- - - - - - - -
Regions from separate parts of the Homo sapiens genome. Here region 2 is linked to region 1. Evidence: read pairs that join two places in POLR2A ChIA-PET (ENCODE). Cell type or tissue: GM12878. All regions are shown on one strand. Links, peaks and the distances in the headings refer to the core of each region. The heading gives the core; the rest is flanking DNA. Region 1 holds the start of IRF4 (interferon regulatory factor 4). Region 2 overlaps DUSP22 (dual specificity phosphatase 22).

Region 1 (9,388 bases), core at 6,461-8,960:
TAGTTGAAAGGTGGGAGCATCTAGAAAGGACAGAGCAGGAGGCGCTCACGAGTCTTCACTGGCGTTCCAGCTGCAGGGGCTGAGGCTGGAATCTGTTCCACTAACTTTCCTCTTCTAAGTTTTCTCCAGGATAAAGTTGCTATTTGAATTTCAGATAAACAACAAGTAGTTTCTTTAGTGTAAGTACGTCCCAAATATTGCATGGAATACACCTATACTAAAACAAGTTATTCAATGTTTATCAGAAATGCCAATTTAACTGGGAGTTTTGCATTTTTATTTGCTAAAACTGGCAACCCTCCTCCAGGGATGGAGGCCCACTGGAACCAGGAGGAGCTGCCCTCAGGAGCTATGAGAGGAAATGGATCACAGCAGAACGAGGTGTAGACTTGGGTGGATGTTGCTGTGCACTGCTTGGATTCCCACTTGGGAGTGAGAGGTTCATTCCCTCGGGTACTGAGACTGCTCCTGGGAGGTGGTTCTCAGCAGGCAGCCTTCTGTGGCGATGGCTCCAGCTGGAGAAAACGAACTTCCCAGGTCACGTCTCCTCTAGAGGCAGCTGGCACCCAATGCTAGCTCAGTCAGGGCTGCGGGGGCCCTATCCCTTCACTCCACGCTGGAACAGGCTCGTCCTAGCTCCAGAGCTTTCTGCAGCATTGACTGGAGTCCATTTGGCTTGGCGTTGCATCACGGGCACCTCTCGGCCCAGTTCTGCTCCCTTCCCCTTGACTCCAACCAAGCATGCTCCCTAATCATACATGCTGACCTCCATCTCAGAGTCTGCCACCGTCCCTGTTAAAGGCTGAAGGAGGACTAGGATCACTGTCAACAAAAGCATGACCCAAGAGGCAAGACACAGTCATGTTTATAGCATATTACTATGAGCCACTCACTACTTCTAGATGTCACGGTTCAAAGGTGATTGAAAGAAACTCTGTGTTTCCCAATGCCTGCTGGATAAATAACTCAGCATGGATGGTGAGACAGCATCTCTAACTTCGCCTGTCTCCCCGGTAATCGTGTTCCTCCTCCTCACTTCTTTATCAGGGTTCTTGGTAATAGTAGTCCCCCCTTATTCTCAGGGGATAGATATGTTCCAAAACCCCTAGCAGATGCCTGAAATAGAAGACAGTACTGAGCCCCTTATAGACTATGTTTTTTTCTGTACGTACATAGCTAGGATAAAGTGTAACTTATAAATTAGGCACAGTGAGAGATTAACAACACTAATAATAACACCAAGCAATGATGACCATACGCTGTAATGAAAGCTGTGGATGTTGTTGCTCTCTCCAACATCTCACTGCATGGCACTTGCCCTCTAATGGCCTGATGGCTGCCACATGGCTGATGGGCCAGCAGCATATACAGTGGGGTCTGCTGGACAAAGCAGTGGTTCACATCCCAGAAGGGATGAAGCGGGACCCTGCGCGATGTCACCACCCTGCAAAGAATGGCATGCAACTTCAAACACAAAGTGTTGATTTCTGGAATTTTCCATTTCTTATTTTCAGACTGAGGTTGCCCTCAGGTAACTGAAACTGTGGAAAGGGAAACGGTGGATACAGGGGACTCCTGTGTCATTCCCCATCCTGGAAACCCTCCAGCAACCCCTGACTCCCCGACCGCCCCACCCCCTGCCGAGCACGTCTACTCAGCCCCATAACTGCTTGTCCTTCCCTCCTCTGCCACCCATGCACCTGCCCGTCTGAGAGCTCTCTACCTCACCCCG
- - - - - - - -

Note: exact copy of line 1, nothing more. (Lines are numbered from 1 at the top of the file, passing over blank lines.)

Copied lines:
Regions from separate parts of the Homo sapiens genome. Here region 2 is linked to region 1. Evidence: read pairs that join two places in POLR2A ChIA-PET (ENCODE). Cell type or tissue: GM12878. All regions are shown on one strand. Links, peaks and the distances in the headings refer to the core of each region. The heading gives the core; the rest is flanking DNA. Region 1 holds the start of IRF4 (interferon regulatory factor 4). Region 2 overlaps DUSP22 (dual specificity phosphatase 22).